Immunohistochemistry and immunofluorescence
hCO sections were prepared as described in Lancaster and Knoblich (2014)30. Mouse cortical tissues were fixed overnight at 4 °C in 4% paraformaldehyde (PFA). Cryoprotected and stored at −80 °C. 12 µm cryosections were stored at −80 °C. After antigen retrieval in citrate buffer (0.01 M citrate in 10% glycerol) 1 h at 65–70 °C, sections were washed, blocked in PBS with 1% horse serum, 0.1% Triton X-100 for 1 h at RT and primary antibodies were incubated ON at 4 °C. After washing, secondary antibodies coupled to fluorophore were incubated at RT for 1 h. When appropriate, a directly coupled primary antibody was then added after extensive washes for 1 h at RT or ON at 4 °C. Images were acquired by confocal microscopy LSM on a Leica SP5 system (IMAGOSEINE Imaging Platform at the Institut Jacques Monod) and were processed on FIJI. Average intensity projection of 3–4 z-slices (0.3 µm steps) are shown.
For iNPCs and hCOs, antigen retrieval was performed using citrate buffer (0.1 M sodium citrate pH 6.0, 10% glycerol, Tween 0.05%) for 1 h at 68 °C. Slices were washed, then saturated for 30 min for iNPCs and 1 h for hCOs with 1% horse serum in 0.1% PBS -Triton X-100 and incubated with primary antibody overnight at 4 °C. After washing in 0.1% PBS-Tween (iNPCs) or PBS-Triton X-100 (for hCOs), slices were incubated with corresponding secondary antibody and DAPI (120 ng/ml) for 1 h at room temperature. For data presented in Fig. 1, images were acquired by confocal microscopy as described above. For Figs. 7 and 8, iNPC or hCO images were taken by epifluorescence microsocopy on a Leica DMI 6000B (EPI2 epifluorescence for epigenetics Platforme at UMR7216) and processed on ImageJ.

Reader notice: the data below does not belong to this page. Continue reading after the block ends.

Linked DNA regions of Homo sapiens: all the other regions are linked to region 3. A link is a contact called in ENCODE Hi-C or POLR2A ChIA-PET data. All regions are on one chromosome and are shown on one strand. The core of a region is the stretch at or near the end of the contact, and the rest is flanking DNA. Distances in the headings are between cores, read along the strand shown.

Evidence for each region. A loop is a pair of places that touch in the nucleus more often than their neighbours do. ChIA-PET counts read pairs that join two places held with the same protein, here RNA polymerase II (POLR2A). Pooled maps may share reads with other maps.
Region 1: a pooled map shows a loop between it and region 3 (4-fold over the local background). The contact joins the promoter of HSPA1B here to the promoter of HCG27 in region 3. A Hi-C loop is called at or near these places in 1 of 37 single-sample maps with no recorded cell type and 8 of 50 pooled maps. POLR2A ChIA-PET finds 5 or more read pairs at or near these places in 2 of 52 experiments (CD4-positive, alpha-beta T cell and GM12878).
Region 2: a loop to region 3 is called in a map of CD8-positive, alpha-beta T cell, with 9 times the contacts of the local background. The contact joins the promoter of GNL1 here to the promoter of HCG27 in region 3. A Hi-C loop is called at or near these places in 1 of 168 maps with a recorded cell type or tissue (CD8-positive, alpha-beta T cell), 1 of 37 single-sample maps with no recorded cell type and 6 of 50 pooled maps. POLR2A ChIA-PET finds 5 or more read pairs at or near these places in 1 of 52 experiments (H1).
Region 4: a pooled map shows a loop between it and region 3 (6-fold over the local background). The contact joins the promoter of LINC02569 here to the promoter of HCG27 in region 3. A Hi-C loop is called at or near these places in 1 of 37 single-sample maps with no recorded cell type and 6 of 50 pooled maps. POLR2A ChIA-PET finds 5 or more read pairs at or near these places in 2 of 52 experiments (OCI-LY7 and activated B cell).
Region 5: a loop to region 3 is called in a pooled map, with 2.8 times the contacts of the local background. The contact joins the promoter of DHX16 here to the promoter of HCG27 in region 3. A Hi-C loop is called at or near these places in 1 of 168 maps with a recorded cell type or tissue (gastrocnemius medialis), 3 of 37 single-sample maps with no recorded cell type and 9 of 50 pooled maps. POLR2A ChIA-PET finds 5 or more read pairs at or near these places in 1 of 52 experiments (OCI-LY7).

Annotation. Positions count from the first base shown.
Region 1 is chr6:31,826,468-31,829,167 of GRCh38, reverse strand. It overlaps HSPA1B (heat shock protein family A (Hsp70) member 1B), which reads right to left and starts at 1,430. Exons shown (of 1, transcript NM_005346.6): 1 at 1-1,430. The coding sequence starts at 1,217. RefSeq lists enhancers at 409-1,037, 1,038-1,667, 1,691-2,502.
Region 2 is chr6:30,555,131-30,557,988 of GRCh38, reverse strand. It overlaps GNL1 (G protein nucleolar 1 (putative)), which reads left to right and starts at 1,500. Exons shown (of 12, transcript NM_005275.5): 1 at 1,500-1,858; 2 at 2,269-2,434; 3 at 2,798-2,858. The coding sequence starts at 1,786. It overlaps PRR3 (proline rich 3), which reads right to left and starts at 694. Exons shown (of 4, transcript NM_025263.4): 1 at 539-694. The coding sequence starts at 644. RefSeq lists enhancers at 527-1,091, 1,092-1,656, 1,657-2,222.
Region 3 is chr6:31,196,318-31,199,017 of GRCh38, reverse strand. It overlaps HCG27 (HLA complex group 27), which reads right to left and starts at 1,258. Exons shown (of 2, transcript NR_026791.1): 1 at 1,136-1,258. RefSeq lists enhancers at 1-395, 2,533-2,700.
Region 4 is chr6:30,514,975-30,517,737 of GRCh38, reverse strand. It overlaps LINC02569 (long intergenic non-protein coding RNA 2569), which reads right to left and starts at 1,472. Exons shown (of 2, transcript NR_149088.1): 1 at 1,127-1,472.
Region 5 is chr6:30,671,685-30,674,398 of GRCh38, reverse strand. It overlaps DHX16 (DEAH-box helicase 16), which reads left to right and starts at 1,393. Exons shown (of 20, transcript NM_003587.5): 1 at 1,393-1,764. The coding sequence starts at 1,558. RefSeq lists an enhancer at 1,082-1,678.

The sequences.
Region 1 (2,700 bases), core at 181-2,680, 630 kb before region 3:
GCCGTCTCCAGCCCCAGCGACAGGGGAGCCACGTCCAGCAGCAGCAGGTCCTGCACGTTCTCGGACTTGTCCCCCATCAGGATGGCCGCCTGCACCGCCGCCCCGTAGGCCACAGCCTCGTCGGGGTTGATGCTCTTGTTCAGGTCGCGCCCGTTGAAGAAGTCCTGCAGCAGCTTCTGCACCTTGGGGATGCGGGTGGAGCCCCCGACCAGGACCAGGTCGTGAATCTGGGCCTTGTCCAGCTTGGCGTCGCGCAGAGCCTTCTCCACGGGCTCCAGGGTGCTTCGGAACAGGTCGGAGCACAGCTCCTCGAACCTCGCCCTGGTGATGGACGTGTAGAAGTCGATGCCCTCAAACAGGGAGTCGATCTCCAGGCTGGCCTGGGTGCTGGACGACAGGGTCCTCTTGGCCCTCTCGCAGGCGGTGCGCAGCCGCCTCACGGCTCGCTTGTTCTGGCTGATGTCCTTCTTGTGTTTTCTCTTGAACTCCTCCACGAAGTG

PSFs, in basal or heat-shock conditions, were fixed in 4% PFA on coverslip and stained with HSF1 (CST), HSF2 (Santa-Cruz), EP300 (Santa-Cruz), or N-cadherin (Proteintech) antibodies followed by a staining with the corresponding mouse or rabbit fluorescent secondary antibody (Jackson Immunoresearch). Images were acquired by epifluorescence microscopy and analyzed, as described above.
Quantification of subapical mitosis